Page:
A Uvalde, Texas, police officer had the gunman in his rifle sight and asked for permission to fire before the killer entered Robb Elementary School, but his supervisor didn't hear or respond in time for the officer to shoot before the gunman disappeared into the school, according to a report by the Advanced Law Enforcement Rapid Response Training Center. The gunman went on to murder 19 young students and two teachers in adjoining classrooms before officers entered more than an hour later and fatally shot him. In another missed opportunity, a school district officer sped through the school parking lot but didn't realize the attacker was there, according to the report by the center, which provides active-shooter response training at Texas State University.
Fed minutes indicate officials favored further aggressive rate hikes
Federal Reserve officials agreed at their June policy meeting that they would have to increase the speed and size of their interest-rate hikes to cool the economy and curb high inflation, according to minutes of the meeting released Wednesday. "Participants concurred that the economic outlook warranted moving to a restrictive stance of policy," the minutes said. A "restrictive stance" refers to rates high enough to slow economic growth. Fed officials made a rare 0.75 percentage point increase to their benchmark short-term interest rate, the biggest hike since 1994. Since the meeting, some of the central bank's leaders have suggested they would support another such hike at their July meeting. The aggressive Fed position has stoked concerns of a possible recession.
Death toll in Italian Alps glacier avalanche rises to 9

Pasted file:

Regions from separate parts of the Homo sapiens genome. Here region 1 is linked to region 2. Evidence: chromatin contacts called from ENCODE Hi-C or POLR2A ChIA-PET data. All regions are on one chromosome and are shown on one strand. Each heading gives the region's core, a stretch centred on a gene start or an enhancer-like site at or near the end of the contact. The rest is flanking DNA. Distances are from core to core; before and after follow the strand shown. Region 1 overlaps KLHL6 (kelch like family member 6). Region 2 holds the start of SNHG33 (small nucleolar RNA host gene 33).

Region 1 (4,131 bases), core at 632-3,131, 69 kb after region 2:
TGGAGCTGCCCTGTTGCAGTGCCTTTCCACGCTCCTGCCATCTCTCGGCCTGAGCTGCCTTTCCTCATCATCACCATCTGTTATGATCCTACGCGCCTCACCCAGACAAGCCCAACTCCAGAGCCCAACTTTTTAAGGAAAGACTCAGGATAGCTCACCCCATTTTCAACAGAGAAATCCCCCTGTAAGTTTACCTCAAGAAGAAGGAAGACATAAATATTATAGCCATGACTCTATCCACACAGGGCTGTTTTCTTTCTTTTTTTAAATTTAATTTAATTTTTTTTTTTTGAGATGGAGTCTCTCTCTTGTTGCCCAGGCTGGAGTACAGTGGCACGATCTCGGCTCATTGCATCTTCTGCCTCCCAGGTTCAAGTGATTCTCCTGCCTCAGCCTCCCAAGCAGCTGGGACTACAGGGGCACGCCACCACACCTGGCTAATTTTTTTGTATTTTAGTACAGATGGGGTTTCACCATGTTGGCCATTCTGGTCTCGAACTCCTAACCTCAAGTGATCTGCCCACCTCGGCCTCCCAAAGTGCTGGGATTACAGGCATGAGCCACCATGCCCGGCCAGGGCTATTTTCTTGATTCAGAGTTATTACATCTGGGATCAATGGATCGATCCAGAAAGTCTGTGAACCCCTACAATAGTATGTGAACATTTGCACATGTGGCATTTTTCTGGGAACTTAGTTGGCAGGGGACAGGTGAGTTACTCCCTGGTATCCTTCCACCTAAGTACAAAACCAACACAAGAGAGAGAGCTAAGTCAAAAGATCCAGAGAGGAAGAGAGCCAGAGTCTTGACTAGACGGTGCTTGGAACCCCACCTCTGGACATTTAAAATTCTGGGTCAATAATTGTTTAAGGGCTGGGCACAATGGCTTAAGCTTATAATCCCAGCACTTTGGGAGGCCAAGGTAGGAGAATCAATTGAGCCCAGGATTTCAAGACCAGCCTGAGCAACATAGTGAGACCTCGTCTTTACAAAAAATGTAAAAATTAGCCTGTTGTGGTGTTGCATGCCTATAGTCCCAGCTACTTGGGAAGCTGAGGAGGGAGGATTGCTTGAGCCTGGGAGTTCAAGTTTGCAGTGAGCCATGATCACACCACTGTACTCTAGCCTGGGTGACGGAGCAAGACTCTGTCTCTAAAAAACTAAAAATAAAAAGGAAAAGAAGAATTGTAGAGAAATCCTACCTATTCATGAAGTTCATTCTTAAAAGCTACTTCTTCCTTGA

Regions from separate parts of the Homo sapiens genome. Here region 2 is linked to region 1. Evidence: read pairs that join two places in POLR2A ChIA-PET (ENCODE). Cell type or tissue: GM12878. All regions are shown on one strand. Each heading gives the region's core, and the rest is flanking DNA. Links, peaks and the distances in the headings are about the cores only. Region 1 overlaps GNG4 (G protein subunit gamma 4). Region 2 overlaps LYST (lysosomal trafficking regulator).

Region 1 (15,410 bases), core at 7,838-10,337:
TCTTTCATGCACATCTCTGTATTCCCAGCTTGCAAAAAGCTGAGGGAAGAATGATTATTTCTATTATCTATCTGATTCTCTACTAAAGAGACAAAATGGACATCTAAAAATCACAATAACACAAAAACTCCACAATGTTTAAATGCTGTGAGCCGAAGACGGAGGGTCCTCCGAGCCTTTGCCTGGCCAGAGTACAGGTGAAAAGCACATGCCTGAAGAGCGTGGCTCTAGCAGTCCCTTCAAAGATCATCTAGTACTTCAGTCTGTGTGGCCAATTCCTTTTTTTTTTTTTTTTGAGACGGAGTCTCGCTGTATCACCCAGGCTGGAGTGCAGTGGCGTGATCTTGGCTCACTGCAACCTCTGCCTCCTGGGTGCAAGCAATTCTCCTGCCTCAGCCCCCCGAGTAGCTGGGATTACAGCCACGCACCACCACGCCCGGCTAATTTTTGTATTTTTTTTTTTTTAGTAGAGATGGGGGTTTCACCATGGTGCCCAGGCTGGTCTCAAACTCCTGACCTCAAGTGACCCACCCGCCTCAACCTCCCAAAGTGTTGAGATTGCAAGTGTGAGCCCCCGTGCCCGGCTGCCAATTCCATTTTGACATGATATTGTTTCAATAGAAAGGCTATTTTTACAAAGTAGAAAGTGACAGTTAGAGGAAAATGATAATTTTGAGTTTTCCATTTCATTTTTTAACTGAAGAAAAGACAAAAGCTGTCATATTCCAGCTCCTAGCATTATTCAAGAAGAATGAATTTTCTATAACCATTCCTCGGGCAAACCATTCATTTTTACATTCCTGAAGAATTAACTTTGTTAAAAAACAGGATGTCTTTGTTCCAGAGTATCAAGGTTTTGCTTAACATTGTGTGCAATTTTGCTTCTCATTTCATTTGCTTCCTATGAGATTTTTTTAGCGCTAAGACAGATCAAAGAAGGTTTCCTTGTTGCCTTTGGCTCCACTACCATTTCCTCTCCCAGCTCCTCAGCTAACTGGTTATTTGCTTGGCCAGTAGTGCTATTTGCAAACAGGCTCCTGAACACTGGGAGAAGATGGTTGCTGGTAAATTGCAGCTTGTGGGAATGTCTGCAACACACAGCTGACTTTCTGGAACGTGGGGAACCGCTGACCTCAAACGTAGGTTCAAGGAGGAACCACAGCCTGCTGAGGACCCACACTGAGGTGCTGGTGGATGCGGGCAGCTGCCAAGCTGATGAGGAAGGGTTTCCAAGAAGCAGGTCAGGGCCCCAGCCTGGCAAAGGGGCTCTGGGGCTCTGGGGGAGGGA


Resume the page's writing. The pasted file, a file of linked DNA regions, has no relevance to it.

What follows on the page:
Search crews have found two more bodies at the site of an avalanche in the Italian Alps, bringing the death toll to nine, Italian authorities announced Wednesday. Three people remain unaccounted for after a chunk of a glacier broke off and sent ice and rock crashing down the slope and over a popular hiking trail. Eight other people were injured in the tragedy, two of them seriously. Five of those who died have been identified so far: Filippo Bari, 27; Tommaso Carollo, 48; Paolo Dani, 52; and Liliana Bertoldi, 54. Relatives of the victims have questioned whether authorities should have closed the area to hikers because the glacier has been melting faster and faster over the last decade.
Rihanna now the youngest female self-made billionaire
Rihanna, 31, has officially become the youngest female self-made billionaire in the United States, according to Forbes' 2022 list of "America's Richest Self-Made Women." The singer's net worth came in at $1.4 billion, putting her at No. 21 on the Forbes list. Rihanna is co-owner of Fenty Beauty and holds a 30 percent stake in her lingerie line, Savage x Fenty. She co-owns Fenty Beauty with French luxury retailer LVMH, which accounts for a big part of her fortune. The company generated more than $550 million in revenue in 2020. Kim Kardashian, 41, was the nation's second-youngest billionaire on the list.